I am a philatelist and have become aware of increasing offers of fake, forged and fraudulent items on internet auction sites such as ebay.
Many buyers are being deceived without their knowledge. The sellers have become aware that ebay takes no serious action, and happily continue. ACCC does not seem to want to know unless someone has actually been defrauded. Consumer Affairs likewise, and the Police are too busy with more important things.
These sellers need to be prosecuted to protect innocent buyers who are being defrauded ... not just deregistered on ebay. They just re-register with a new name and start over. It has become a significant problem within the on-line industry component of the hobby.
When I detect such a fraudulent listing (often many by the same seller), to whom should I make a report with some hope of being taken seriously?
Thank you for your email of 19 May 2012 to the Australian Competition and Consumer Commission (ACCC) regarding your concerns with fraudulent retailers of stamps online.Your reference number for this matter is 08111. We unreservedly apologise for the delay in providing you with a response.
The ACCC is responsible for administering the Competition and Consumer Act 2010 which incorporates the Australian Consumer Law (ACL) in Schedule 2 of that Act. The ACL is a single national law which aims to protect consumers and ensure fair trading in Australia. Under the ACL, consumers have the same protections, and businesses have the same obligations and responsibilities across Australia.
Under section 29 of the ACL a person must not, in trade or commerce, make false or misleading representations in connection with the supply or possible supply of goods or services or in connection with the promotion by any means of the supply or use of goods or services. This includes misrepresentations that goods are of a particular standard, quality, value, grade, composition, style or model or have had a particular history or particular previous use. Additionally section 18 of the ACL prohibits a person, in trade or commerce, engaging in conduct which is misleading or deceptive, or which is likely to mislead or deceive. It is these sections of the ACL under which such instances of potentially fraudulent conduct of the type raised in your email could be taken action against.
I note that you are primarily concerned with the fact that there has been an absence of action taken against individual fraudulent sellers, and are inquiring about the best avenue for ensuring action is taken against these sellers. One issue for our office is that the ACCC does not offer an individual dispute resolution service, but instead makes decisions on which matters will be investigated further based on the ACCC‚Äôs Compliance and Enforcement policy. A number of factors are weighed including whether conduct raises national or international issues, involves significant consumer detriment or a blatant disregard of the law. We certainly appreciate your assistance in bringing this issue to our attention, and your complaint has been recorded and will be used in monitoring whether there is a level of conduct by individual fraudulent traders or a pattern within the online stamp retailing industry which may raise concerns sufficient to warrant intervention by the ACCC.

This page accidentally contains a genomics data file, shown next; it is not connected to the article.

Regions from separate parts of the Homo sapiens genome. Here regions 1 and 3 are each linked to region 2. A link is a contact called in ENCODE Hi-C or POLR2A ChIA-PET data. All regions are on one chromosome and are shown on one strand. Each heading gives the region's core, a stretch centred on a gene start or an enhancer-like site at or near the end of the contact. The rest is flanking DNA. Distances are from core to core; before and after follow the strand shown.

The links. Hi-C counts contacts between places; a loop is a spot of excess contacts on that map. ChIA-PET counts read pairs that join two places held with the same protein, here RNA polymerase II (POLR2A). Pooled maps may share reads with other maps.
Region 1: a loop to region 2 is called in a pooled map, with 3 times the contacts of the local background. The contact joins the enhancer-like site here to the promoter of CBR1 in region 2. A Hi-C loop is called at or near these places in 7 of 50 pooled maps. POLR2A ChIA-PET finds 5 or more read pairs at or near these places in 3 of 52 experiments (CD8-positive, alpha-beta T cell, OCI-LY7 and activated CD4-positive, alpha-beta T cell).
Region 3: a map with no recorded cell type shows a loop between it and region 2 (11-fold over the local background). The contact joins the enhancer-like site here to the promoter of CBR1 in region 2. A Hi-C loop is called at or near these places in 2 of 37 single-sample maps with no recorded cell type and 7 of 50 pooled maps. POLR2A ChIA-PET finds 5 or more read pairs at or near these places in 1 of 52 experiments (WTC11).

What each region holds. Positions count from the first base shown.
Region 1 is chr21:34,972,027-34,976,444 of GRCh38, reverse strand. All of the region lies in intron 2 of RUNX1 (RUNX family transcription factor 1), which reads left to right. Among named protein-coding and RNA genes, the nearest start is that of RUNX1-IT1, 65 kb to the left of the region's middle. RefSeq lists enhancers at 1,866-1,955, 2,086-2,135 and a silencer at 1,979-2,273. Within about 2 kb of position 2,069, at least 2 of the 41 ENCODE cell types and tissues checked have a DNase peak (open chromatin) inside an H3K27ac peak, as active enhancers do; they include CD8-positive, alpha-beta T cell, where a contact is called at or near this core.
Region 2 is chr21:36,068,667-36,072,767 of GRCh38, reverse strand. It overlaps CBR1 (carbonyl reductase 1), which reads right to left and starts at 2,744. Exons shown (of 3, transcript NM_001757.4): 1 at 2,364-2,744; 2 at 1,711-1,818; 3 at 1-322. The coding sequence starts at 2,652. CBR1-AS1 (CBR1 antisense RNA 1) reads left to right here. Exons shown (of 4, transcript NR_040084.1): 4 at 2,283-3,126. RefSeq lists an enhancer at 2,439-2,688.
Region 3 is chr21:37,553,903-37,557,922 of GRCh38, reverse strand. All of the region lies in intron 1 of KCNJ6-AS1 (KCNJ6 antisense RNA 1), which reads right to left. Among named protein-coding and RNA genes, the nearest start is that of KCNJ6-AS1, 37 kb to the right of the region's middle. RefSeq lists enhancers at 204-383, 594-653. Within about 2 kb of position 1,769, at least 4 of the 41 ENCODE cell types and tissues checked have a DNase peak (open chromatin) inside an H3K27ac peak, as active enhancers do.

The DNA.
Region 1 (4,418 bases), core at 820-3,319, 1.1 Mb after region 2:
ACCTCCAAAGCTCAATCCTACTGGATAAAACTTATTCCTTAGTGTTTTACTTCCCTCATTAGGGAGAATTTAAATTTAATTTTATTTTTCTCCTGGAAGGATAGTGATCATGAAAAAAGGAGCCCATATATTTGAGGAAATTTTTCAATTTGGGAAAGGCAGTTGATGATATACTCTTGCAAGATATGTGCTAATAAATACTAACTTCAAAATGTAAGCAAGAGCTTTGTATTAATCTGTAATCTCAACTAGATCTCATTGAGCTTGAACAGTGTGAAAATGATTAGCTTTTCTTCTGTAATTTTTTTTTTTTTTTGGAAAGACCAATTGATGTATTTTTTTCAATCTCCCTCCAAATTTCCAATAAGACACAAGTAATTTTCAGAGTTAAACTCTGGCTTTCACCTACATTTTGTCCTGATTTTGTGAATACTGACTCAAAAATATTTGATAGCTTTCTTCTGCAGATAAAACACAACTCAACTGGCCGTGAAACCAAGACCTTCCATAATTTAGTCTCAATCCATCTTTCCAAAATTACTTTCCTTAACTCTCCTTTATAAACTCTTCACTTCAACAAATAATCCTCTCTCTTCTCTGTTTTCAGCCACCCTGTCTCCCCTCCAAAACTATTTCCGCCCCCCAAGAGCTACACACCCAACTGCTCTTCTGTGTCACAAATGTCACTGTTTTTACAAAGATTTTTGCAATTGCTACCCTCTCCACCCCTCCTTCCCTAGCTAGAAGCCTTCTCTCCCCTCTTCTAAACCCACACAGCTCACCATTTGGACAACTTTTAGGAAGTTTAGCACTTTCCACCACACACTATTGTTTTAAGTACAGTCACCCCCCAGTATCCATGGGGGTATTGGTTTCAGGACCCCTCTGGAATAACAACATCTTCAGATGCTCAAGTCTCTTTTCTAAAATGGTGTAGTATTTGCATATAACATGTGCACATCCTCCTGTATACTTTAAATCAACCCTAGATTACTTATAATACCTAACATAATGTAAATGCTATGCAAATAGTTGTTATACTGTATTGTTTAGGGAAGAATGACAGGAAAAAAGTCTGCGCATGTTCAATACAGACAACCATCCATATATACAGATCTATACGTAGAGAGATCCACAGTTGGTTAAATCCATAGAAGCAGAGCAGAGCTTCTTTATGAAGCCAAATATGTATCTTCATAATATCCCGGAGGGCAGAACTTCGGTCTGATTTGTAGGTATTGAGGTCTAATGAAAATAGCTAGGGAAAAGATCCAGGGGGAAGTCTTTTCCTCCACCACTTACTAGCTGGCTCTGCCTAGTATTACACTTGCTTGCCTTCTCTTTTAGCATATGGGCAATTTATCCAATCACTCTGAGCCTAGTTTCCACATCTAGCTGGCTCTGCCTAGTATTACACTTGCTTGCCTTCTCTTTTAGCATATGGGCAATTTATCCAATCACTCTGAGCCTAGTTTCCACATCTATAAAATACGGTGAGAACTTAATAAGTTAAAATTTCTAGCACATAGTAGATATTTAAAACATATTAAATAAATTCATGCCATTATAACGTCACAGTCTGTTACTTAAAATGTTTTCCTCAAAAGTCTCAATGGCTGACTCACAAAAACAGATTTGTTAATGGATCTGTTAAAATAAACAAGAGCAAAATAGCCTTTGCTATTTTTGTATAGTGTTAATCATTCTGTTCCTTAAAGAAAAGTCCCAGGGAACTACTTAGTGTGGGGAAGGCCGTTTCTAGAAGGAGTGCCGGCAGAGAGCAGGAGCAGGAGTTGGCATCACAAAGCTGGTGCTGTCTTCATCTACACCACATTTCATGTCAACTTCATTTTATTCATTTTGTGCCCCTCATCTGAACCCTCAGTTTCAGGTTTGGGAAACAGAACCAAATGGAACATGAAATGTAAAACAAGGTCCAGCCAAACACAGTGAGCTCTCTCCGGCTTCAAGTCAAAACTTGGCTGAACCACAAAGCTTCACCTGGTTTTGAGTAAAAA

However, individual instances of loss or damage as a result of misleading or deceptive conduct or false representation are best pursued ‚Äď where such matters are unable to be resolved with these traders through either verbal or written communications ‚Äď through Consumer Affairs agencies such as Consumer Affairs Victoria (1300 558 181; www.consumer.vic.gov.au
). Local fair trading or consumer affairs agencies can suggest a range of strategies that you may wish to explore to resolve your concerns. They can also provide information on how to make a claim through the small claims court or tribunal should this become necessary. In these matters, it is also recommended that eBay be notified of these fraudulent sellers; as you are aware, however, the capacity for various government agencies to enforce the ACL or the pertinent fraud sections of state and criminal law is limited by the relative anonymity afforded by internet retailing, and the ease with which fraudulent online retailers can create new user profiles.
Whilst individual complaints also form the basis of investigations, it must be noted that the ACCC does not comment on matters we may or may not be investigating and the ACCC is unable to provide you with further information of any action we may or may not be taking in relation to your complaint. Please also note that the ACCC will only contact you again in relation to your complaint if we require further information or evidence to assist in our enquiries.
Thank you for bringing this matter to the attention of the ACCC. I trust this information is of assistance.
Not much help I'm afraid.
Perhaps if they get enough similar queries they may think it serious enough to investigate?